An estimated 95% of people live in areas where outdoor fine particulate concentrations exceed the air quality guideline of 10 µg/m3 set by the World Health Organization. Almost 60% of people live in areas where fine particulate matter exceeds even the least stringent WHO interim air quality target of 35 µg/m3. These figures are presented in the State of Global Air 2018 project, and show that most of the world's population lives in unhealthy areas when it comes to air quality.
Air pollution is a complex mixture of particulates and gases. PM2.5 and ozone are often measured as indicators of ambient pollution levels. The levels and composition of these pollutants vary from place to place, depending on the sources, for example power plants, refineries, heavy industry, traffic, waste incineration, weather conditions, and how they mix in the atmosphere.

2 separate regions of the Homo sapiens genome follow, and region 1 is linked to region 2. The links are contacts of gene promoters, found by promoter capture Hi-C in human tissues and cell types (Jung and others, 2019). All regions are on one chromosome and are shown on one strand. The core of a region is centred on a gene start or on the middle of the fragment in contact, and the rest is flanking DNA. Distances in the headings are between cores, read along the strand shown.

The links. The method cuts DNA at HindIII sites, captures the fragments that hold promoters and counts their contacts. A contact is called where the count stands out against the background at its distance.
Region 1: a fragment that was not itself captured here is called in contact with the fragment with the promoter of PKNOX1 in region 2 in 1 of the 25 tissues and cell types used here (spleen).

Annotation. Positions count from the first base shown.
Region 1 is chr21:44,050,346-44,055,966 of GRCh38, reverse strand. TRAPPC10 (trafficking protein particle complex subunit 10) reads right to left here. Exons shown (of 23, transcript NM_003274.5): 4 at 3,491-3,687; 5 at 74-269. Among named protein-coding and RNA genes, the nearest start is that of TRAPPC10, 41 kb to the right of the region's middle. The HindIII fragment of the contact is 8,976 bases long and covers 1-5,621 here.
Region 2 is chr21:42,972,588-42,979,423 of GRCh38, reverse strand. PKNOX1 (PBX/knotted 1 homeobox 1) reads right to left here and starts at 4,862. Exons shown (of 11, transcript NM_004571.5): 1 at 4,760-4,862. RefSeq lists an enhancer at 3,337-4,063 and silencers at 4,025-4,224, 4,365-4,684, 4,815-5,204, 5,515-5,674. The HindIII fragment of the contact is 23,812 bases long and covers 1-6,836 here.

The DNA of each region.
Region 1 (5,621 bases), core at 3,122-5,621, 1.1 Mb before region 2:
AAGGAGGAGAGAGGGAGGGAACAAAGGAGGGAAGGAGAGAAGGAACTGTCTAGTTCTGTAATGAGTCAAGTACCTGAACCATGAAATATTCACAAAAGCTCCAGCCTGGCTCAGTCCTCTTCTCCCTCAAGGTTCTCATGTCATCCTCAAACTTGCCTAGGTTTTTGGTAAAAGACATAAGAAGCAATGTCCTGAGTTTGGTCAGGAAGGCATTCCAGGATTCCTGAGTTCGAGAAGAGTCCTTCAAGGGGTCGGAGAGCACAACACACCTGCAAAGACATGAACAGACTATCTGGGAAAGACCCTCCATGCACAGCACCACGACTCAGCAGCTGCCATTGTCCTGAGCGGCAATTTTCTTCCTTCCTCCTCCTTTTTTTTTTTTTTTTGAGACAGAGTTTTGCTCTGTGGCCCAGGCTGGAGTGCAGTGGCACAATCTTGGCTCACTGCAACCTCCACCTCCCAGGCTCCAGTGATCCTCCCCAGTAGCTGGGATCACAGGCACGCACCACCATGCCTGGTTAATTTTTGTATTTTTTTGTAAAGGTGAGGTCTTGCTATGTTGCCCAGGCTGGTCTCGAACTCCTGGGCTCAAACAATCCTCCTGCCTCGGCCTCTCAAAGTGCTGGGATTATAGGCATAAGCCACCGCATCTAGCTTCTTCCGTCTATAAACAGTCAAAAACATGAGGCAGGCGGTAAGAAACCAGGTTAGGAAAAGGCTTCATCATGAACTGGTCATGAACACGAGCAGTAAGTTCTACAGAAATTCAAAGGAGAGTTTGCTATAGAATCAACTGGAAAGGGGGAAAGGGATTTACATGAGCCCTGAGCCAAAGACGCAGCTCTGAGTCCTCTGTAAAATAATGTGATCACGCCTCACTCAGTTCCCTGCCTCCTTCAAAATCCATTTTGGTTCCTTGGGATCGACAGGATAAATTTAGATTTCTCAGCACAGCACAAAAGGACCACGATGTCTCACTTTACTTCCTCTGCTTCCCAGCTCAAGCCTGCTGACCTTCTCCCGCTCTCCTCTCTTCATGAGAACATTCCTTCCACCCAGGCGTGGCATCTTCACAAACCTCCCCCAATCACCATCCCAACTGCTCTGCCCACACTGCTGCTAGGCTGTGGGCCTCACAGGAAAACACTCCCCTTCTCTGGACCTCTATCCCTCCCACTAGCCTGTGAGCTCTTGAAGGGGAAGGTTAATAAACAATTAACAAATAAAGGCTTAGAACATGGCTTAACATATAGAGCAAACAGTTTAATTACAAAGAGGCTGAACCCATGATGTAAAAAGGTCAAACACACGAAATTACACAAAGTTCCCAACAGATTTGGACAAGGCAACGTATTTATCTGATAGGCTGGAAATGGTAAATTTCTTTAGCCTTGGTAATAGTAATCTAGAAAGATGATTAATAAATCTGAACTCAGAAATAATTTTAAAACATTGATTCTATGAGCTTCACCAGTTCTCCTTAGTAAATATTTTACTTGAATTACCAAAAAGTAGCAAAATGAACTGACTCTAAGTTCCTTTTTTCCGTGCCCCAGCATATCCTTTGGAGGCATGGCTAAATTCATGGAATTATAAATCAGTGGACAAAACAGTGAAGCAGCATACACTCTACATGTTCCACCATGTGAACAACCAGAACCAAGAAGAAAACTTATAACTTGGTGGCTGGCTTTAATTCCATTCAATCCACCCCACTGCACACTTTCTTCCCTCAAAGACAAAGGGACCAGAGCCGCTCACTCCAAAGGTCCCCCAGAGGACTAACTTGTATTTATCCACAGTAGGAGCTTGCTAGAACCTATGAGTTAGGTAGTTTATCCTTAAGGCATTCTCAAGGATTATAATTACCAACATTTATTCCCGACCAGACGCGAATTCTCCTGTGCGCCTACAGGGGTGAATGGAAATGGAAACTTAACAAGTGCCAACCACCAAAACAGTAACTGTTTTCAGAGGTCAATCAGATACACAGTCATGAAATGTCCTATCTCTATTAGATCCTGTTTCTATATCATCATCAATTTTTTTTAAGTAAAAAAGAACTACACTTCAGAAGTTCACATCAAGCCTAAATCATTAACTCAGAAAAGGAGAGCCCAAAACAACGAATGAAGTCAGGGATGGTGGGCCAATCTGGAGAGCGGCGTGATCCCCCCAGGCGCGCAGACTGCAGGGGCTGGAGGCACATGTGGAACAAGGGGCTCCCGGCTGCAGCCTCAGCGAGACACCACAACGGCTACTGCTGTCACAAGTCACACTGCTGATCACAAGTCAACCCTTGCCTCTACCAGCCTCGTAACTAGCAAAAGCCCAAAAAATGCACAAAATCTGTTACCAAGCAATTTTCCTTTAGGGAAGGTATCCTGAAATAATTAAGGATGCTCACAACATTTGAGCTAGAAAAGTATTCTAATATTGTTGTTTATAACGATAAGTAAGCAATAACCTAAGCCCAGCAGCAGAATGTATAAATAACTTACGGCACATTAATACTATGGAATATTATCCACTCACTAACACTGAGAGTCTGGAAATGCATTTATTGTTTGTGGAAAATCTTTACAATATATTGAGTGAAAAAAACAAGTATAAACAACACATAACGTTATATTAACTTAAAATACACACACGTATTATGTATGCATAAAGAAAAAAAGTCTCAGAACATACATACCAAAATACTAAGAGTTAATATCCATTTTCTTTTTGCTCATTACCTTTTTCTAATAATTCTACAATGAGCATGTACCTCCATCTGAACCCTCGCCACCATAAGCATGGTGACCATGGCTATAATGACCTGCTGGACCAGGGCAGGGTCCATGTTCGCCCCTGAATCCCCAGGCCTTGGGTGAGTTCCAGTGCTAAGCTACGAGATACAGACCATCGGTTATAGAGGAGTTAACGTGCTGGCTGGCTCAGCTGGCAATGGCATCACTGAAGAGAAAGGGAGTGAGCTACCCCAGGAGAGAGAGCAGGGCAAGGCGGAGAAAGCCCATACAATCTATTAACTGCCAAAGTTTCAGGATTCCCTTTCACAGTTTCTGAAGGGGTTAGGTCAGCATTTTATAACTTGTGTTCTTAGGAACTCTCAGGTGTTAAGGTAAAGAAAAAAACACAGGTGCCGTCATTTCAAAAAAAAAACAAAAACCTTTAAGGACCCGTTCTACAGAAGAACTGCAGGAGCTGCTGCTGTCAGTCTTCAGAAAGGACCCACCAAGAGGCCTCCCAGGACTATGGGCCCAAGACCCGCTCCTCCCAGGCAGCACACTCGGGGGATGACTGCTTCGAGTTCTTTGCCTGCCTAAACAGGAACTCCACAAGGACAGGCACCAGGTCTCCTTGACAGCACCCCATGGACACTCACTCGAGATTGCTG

Tracking and reporting pollutant levels over time are important in order to find solutions to reduce exposure of air pollution to human health. The State of Global Air project also uses the levels of PM2.5, ozone, and household air pollution to estimate how air pollution affects the health of populations in areas around the globe. The data is accessible to scientists, regulators, and citizens and allows them to compare air quality and health across the world and to follow how they change over time.
The State of Global Air project is a joint effort by the Health Effects Institute, the Institute for Health Metrics and Evaluation (IHME), and the University of British Columbia. It is based on data from IHME's Global Burden of Disease, an extensive scientific analysis of over 300 diseases and causes of death in 195 different countries and territories
Read the full article and find more information on the State of Global Air website >>